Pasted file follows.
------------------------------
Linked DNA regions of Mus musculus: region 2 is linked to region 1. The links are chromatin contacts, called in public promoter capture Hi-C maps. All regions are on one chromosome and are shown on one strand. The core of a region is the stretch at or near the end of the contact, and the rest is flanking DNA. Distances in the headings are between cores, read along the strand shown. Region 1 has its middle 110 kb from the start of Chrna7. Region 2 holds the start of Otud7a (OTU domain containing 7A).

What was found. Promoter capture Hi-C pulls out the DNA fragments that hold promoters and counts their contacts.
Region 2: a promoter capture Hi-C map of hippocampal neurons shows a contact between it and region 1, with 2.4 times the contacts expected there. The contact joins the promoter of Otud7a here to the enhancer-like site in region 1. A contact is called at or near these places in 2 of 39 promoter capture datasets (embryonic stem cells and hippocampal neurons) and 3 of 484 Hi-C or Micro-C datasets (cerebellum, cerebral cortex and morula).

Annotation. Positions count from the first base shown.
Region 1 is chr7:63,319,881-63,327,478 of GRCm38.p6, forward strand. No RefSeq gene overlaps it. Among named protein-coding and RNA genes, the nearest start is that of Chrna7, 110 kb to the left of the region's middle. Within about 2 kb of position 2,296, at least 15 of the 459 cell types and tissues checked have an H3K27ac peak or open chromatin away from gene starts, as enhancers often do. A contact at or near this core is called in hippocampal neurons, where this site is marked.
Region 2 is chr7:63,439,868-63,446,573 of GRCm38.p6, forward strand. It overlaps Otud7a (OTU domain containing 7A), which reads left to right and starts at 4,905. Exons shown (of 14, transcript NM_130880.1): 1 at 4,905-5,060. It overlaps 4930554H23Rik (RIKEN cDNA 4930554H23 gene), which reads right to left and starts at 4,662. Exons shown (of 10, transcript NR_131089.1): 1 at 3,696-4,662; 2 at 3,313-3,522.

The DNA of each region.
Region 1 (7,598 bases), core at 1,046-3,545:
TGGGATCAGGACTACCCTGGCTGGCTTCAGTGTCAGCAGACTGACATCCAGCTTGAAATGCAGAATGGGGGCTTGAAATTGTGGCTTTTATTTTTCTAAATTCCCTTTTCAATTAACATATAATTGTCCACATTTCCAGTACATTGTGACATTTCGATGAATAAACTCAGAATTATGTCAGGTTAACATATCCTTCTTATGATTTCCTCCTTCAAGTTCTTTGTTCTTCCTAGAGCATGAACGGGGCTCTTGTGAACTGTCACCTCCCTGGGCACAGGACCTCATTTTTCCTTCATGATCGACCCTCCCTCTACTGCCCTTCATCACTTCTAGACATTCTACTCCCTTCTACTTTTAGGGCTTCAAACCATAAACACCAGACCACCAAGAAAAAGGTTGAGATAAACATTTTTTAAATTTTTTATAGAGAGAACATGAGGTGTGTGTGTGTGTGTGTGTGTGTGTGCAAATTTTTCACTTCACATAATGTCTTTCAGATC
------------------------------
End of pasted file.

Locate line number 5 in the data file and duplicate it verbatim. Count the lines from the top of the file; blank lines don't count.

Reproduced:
Region 1 is chr7:63,319,881-63,327,478 of GRCm38.p6, forward strand. No RefSeq gene overlaps it. Among named protein-coding and RNA genes, the nearest start is that of Chrna7, 110 kb to the left of the region's middle. Within about 2 kb of position 2,296, at least 15 of the 459 cell types and tissues checked have an H3K27ac peak or open chromatin away from gene starts, as enhancers often do. A contact at or near this core is called in hippocampal neurons, where this site is marked.